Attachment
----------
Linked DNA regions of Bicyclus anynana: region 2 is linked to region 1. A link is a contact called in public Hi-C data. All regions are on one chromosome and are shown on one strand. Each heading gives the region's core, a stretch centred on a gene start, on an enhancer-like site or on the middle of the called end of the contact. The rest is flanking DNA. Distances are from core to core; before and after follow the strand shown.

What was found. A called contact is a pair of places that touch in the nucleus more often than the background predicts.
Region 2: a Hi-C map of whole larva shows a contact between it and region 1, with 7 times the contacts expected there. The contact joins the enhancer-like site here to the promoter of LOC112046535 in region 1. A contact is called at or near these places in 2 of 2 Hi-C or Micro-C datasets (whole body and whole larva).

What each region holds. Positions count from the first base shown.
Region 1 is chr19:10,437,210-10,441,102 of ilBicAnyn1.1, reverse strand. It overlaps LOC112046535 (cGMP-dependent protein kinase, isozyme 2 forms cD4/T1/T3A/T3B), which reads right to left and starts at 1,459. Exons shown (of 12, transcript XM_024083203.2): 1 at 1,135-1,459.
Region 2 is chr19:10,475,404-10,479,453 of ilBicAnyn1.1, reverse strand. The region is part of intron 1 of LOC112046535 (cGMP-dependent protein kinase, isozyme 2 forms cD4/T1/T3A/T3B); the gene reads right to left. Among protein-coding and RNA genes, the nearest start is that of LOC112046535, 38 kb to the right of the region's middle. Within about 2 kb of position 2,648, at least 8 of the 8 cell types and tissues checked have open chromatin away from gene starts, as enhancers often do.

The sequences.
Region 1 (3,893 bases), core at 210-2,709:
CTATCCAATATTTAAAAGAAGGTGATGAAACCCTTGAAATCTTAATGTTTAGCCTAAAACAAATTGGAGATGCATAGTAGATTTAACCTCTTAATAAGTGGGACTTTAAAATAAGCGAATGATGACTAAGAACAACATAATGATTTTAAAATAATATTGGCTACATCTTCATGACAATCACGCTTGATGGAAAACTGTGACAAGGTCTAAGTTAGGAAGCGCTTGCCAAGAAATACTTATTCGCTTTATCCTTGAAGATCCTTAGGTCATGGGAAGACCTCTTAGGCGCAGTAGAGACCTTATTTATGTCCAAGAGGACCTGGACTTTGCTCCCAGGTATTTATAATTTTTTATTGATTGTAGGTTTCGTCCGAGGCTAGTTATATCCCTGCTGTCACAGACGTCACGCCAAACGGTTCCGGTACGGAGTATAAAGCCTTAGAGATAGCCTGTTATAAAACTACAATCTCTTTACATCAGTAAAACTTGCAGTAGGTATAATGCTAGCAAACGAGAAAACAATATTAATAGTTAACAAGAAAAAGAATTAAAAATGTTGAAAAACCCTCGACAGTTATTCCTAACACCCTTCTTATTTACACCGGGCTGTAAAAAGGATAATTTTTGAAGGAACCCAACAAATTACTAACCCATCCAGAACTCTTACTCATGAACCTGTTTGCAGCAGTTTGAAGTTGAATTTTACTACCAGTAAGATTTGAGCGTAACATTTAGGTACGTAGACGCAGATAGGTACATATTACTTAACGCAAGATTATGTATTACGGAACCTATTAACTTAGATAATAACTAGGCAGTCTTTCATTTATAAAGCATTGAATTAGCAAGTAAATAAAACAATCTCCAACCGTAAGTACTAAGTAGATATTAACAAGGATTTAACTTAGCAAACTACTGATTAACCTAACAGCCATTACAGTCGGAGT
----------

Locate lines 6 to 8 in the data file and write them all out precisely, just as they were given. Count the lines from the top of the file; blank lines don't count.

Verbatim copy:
Region 2 is chr19:10,475,404-10,479,453 of ilBicAnyn1.1, reverse strand. The region is part of intron 1 of LOC112046535 (cGMP-dependent protein kinase, isozyme 2 forms cD4/T1/T3A/T3B); the gene reads right to left. Among protein-coding and RNA genes, the nearest start is that of LOC112046535, 38 kb to the right of the region's middle. Within about 2 kb of position 2,648, at least 8 of the 8 cell types and tissues checked have open chromatin away from gene starts, as enhancers often do.

The sequences.
Region 1 (3,893 bases), core at 210-2,709: